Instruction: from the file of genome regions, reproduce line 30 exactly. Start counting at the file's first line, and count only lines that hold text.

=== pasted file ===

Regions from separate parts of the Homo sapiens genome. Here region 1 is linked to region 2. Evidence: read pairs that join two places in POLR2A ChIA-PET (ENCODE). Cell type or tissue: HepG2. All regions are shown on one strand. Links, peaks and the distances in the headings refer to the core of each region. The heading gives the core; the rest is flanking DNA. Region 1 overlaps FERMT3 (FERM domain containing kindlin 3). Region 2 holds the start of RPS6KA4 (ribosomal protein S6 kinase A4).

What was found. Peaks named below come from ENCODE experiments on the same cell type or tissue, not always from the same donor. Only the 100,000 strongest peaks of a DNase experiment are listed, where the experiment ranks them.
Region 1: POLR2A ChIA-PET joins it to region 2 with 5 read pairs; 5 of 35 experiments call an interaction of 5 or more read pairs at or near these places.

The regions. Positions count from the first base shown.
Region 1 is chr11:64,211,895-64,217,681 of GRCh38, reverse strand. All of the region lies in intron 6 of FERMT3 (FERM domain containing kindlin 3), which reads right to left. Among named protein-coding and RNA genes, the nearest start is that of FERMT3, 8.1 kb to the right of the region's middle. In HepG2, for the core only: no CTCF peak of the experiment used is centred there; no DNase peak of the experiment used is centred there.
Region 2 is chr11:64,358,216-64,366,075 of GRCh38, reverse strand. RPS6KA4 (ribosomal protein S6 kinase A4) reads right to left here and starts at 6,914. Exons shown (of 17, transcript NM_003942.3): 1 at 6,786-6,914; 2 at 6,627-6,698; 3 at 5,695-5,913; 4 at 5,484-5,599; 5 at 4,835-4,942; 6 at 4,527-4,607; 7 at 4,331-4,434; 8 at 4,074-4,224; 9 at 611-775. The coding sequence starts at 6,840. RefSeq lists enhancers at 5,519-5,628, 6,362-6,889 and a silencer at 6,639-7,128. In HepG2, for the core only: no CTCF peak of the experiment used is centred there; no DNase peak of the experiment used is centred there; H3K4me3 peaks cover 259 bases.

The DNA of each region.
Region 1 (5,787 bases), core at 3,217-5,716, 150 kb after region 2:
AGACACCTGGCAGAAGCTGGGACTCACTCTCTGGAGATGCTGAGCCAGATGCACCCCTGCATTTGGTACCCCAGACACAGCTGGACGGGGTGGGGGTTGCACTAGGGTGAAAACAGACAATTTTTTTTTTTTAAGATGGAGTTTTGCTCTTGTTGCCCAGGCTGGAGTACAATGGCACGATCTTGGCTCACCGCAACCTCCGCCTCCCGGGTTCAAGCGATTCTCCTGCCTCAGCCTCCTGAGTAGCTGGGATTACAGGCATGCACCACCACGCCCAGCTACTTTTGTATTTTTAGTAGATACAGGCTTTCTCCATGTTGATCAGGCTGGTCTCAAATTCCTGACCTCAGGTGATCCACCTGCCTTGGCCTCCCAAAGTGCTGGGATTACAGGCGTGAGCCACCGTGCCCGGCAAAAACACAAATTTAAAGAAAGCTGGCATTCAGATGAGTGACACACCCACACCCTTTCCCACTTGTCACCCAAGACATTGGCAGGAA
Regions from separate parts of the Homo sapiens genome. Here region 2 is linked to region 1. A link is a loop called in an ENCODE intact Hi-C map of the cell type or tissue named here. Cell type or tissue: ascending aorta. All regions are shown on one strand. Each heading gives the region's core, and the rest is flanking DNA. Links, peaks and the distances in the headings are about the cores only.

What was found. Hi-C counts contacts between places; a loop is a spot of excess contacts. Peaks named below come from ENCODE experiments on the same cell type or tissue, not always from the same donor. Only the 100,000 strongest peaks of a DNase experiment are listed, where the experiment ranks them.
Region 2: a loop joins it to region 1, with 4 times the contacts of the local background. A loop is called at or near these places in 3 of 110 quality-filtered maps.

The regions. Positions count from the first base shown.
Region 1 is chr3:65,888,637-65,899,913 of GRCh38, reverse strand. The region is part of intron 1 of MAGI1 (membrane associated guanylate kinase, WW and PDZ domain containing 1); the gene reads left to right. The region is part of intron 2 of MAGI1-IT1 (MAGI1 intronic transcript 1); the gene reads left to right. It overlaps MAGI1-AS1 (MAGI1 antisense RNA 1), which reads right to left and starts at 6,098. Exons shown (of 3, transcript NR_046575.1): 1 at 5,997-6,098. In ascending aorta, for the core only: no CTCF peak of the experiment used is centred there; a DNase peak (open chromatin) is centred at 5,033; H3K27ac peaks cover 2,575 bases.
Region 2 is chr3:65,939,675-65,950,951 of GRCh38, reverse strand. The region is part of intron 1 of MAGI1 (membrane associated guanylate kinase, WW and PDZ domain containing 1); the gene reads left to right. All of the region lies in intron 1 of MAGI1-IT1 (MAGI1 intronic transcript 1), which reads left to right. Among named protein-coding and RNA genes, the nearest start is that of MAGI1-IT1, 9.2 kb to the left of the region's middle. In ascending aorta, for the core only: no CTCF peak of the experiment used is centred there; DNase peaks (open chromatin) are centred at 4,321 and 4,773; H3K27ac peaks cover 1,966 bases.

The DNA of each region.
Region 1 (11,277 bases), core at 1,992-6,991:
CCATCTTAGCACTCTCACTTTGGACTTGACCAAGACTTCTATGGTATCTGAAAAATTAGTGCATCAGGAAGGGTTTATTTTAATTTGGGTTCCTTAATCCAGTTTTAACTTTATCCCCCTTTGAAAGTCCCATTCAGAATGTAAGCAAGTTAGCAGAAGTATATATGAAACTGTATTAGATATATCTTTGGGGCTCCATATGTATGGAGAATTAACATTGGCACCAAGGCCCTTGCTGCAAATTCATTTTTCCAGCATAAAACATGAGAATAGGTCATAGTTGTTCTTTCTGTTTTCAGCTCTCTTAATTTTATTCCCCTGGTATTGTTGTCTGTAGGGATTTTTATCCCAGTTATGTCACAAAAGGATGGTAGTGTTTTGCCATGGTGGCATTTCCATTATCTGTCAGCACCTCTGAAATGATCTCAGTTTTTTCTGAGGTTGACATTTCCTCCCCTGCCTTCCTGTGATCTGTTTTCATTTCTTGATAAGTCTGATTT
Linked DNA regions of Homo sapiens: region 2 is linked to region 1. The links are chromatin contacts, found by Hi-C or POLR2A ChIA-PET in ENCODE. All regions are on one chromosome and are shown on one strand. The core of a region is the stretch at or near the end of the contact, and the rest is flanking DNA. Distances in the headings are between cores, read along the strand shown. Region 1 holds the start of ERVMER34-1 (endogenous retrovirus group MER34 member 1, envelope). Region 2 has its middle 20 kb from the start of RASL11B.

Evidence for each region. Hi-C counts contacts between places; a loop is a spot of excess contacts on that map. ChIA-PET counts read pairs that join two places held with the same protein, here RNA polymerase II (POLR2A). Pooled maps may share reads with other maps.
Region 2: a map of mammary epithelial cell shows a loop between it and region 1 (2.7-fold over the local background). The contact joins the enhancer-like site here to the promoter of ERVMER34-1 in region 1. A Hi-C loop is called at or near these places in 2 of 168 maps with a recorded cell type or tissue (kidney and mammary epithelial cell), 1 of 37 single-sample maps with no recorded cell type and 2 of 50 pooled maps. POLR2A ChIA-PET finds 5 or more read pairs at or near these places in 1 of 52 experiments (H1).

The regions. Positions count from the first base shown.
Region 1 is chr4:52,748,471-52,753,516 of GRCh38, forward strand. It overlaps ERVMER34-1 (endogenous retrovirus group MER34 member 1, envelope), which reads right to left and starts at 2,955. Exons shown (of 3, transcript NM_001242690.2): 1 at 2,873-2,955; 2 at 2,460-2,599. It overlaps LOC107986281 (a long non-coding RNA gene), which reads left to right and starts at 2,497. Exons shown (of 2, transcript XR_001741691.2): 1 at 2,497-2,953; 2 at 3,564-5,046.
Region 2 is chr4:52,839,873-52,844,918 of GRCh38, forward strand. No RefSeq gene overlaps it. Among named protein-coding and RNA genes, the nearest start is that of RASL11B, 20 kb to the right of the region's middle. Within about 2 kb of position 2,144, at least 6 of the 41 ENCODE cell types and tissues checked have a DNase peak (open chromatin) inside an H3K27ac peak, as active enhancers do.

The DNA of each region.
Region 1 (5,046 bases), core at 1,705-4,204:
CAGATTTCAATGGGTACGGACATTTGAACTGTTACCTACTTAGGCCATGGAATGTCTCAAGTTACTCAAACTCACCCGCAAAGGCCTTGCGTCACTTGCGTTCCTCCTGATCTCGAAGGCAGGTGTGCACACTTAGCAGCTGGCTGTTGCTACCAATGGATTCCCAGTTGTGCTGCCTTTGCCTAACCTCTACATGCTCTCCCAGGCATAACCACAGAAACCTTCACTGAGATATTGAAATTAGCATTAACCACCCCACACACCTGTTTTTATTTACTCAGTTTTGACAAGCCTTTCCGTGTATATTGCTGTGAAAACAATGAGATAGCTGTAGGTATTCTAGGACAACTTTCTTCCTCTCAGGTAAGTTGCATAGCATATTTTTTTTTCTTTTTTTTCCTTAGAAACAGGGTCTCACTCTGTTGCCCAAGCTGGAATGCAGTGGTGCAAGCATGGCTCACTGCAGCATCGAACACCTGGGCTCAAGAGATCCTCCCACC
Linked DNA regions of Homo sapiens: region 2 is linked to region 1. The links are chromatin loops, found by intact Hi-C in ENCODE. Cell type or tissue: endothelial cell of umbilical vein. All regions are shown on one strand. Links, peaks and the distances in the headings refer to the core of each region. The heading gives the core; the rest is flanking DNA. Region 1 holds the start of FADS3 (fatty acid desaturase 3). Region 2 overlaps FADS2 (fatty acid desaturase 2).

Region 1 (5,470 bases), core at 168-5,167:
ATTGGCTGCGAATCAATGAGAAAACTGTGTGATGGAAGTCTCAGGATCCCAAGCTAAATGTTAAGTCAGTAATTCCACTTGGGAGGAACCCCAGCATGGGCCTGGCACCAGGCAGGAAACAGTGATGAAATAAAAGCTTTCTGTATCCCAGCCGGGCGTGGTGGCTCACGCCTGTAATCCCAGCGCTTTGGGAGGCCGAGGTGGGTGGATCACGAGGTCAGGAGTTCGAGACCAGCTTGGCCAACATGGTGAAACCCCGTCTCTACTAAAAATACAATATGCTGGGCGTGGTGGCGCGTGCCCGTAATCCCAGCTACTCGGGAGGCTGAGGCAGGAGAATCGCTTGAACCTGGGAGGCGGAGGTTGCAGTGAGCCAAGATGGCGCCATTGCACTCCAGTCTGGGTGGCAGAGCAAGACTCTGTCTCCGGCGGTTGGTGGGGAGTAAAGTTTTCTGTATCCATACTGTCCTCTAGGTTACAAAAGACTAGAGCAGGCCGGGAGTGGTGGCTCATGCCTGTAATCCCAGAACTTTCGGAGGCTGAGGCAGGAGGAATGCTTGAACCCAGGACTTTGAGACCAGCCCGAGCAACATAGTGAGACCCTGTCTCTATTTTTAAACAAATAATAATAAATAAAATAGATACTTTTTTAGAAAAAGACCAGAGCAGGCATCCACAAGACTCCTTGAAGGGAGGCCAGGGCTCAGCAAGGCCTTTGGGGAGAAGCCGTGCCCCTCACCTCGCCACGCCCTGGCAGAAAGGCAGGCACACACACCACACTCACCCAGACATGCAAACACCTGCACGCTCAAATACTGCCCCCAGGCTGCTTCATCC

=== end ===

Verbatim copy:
ATTGGCTGCGAATCAATGAGAAAACTGTGTGATGGAAGTCTCAGGATCCCAAGCTAAATGTTAAGTCAGTAATTCCACTTGGGAGGAACCCCAGCATGGGCCTGGCACCAGGCAGGAAACAGTGATGAAATAAAAGCTTTCTGTATCCCAGCCGGGCGTGGTGGCTCACGCCTGTAATCCCAGCGCTTTGGGAGGCCGAGGTGGGTGGATCACGAGGTCAGGAGTTCGAGACCAGCTTGGCCAACATGGTGAAACCCCGTCTCTACTAAAAATACAATATGCTGGGCGTGGTGGCGCGTGCCCGTAATCCCAGCTACTCGGGAGGCTGAGGCAGGAGAATCGCTTGAACCTGGGAGGCGGAGGTTGCAGTGAGCCAAGATGGCGCCATTGCACTCCAGTCTGGGTGGCAGAGCAAGACTCTGTCTCCGGCGGTTGGTGGGGAGTAAAGTTTTCTGTATCCATACTGTCCTCTAGGTTACAAAAGACTAGAGCAGGCCGGGAGTGGTGGCTCATGCCTGTAATCCCAGAACTTTCGGAGGCTGAGGCAGGAGGAATGCTTGAACCCAGGACTTTGAGACCAGCCCGAGCAACATAGTGAGACCCTGTCTCTATTTTTAAACAAATAATAATAAATAAAATAGATACTTTTTTAGAAAAAGACCAGAGCAGGCATCCACAAGACTCCTTGAAGGGAGGCCAGGGCTCAGCAAGGCCTTTGGGGAGAAGCCGTGCCCCTCACCTCGCCACGCCCTGGCAGAAAGGCAGGCACACACACCACACTCACCCAGACATGCAAACACCTGCACGCTCAAATACTGCCCCCAGGCTGCTTCATCC